|Covid-19|January 6 – Western Europe's Great Frost of 1709, the coldest period in 500 years, begins during the night, lasting three months and with its effects felt for the entire year. In France, the coast of the Atlantic and Seine river freeze, crops fail, and 24,000 Parisians die. Floating ice enters the North Sea.
January 10 – Abraham Darby I successfully produces cast iron using coke fuel at his Coalbrookdale blast furnace in Shropshire, England.
February – In America, Mardi Gras is celebrated one more time with Masque de la Mobile in the capital of French Louisiana, Mobile, Alabama, before Mobile is moved 27 miles (43 km) down the Mobile River to Mobile Bay in 1711.
February 1 or 2 – During his first voyage, Captain Woodes Rogers encounters marooned privateer Alexander Selkirk and rescues him after four years living on one of the Juan Fernández Islands, inspiring Daniel Defoe's novel Robinson Crusoe. After sacking Guayaquil, he and Selkirk will visit the Galápagos Islands.
March 28 – Johann Friedrich Böttger reports the first production of hard-paste porcelain in Europe, at Dresden.
May – First influx into Britain of poor refugee families of German Palatines from the Rhenish Palatinate, mostly Protestants en route to the New World colonies.
June 27 (June 28 in the Swedish calendar; July 8 New Style) – Great Northern War: Battle of Poltava: In the Ukraine, Peter the Great, Tsar of Russia, defeats Charles XII of Sweden, thus effectively ending Sweden's role as a major power in Europe.
July 27 – Emperor Nakamikado accedes to the throne of Japan.
July 30 – War of the Spanish Succession: Capture of Tournai by John Churchill, 1st Duke of Marlborough and Prince Eugene of Savoy.
August 8 – The hot air balloon of Bartolomeu de Gusmão flies in Portugal.
August 28 – Pamheiba is crowned King of Manipur.
September 11 (August 31 Old Style) – War of the Spanish Succession: Battle of Malplaquet - Troops of the Dutch Republic, Habsburg Austria, the Kingdom of Great Britain and the Kingdom of Prussia led by the Duke of Marlborough drive the French from the field but suffer twice as many casualties.
October 9 – War of the Spanish Succession: British army captures Mons.
October 12 – The city of Chihuahua in Mexico is founded.
December 25 – From London, ten ships leave for the New York Colony, carrying over 4,000 people.
Trinity School is founded as the Charity School of Trinity Church in New York City.
The second Eddystone Lighthouse, erected off the south west coast of England by John Rudyerd, is completed.
Publication of the first modern edition of William Shakespeare's plays in London, edited by Nicholas Rowe.
De Nostri Temporis Studiorum Rationae (On the Study Methods of Our Times) is published by Neapolitan philosopher Giambattista Vico.
Priceless medieval altarpieces by Michael Pacher are destroyed.
January 2 – Teresia Constantia Phillips, British autobiographer (d. 1765)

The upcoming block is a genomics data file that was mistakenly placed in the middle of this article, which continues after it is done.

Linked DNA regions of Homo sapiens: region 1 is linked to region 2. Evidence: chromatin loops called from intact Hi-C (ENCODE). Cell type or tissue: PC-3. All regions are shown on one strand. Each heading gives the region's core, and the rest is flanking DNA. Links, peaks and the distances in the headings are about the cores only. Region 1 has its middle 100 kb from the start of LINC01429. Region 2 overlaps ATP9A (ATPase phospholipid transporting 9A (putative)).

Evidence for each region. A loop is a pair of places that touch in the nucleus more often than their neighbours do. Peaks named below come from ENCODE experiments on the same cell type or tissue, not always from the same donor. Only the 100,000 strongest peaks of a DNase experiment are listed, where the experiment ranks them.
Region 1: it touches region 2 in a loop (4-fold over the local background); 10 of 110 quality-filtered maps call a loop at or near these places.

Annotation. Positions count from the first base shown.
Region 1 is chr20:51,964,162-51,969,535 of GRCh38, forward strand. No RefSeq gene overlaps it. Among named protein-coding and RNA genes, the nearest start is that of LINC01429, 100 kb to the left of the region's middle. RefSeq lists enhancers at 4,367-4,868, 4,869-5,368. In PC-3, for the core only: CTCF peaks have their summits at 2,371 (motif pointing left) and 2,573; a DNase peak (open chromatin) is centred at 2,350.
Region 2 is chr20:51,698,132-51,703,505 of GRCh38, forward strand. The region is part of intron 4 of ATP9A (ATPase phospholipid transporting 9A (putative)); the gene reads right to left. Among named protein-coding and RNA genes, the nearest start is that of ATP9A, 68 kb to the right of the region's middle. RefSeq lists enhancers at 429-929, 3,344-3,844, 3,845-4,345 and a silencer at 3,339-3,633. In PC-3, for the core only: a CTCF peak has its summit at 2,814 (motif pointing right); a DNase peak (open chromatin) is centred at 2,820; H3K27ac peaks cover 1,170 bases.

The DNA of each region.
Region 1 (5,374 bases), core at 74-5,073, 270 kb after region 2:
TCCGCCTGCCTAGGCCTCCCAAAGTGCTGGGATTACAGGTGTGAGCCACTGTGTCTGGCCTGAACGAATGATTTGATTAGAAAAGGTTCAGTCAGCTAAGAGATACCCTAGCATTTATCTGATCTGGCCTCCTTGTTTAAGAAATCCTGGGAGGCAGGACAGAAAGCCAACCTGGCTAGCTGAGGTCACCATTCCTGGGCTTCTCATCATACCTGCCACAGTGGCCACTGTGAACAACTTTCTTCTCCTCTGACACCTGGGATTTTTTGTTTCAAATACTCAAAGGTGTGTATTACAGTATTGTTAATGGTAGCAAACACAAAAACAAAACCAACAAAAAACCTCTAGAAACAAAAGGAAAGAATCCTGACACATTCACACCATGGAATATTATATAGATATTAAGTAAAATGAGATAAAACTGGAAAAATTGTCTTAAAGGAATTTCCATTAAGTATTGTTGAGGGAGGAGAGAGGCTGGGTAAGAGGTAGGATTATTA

February 24 – Jacques de Vaucanson, French inventor (d. 1782)
March 10 – Georg Steller, German naturalist (d. 1746)
April 14 – Charles Collé, French dramatist (d. 1783)
August 7 – Jean-Jacques Lefranc, Marquis de Pompignan, French polymath, author and poet (d. 1784)
August 8 – Tokugawa Ietsugu, 7th Tokugawa shogunate of Japan (d. 1716)
September 18 – Samuel Johnson, English writer, critic and lexicographer (d. 1784)
September 24 (bapt.) – John Cleland, English novelist (d. 1789)
October 27 (bapt.) – Thomas Alcock, English clergyman (d. 1798)
November 2 – Anne, Princess Royal and Princess of Orange, Hanoverian-born regent of Friesland (d. 1759)
December 18 – Elizabeth of Russia, empress regnant of Russia (d. 1762)
January 16 – Emperor Higashiyama of Japan (b. 1675)
January 20 – François de la Chaise, French confessor of Louis XIV of France (b. 1624)
January 24 – George Rooke, English admiral (b. 1650)
February/March – John Coode, Colonial governor of Maryland (d. 1648)
February 8 – Giuseppe Torelli, Italian composer (b. 1658)
February 9 – François Louis, Prince of Conti, French general (b. 1664)
March 9 – Ralph Montagu, 1st Duke of Montagu, English diplomat
April 8 – Wolfgang Dietrich of Castell-Remlingen, German nobleman (b. 1641)
April 21 – Gurgin Khan (George XI of Kartli), Persian Governor of Kandahar (b. 1651)
June 29 – Antoine Thomas, Belgian Jesuit astronomer in China (b. 1644)
June 30 – Edward Lhuyd, Welsh scientist (b. 1660)
July 17 – Robert Bolling, English settler in Virginia (b. 1646)
September 14 – Luis Manuel Fernández de Portocarrero, Spanish cardinal and archbishop of Toledo (b. 1635)
October 2 – Ivan Mazepa, Hetman of Ukraine (b. 1639)
October 9 – Barbara Palmer, 1st Duchess of Cleveland, English mistress of Charles II of England (b. 1640)
December 1 – Abraham a Sancta Clara, Austrian preacher (b. 1644)
December 8 – Thomas Corneille, French dramatist (b. 1625)
prob. date – Eleanor Glanville, English entomologist (born 1654)
1709 (MDCCIX) was a common year starting on Tuesday (dominical letter F) of the Gregorian calendar and a common year starting on Saturday (dominical letter B) of the Julian calendar, the 1709th year of the Common Era (CE) and Anno Domini (AD) designations, the 709th year of the 2nd millennium, the 9th year of the 18th century, and the 10th and last year of the 1700s decade. As of the start of 1709, the Gregorian calendar was 11 days ahead of the Julian calendar, which remained in localized use until 1923. In the Swedish calendar it was a common year starting on Friday, one day ahead of the Julian and ten days behind the Gregorian calendar.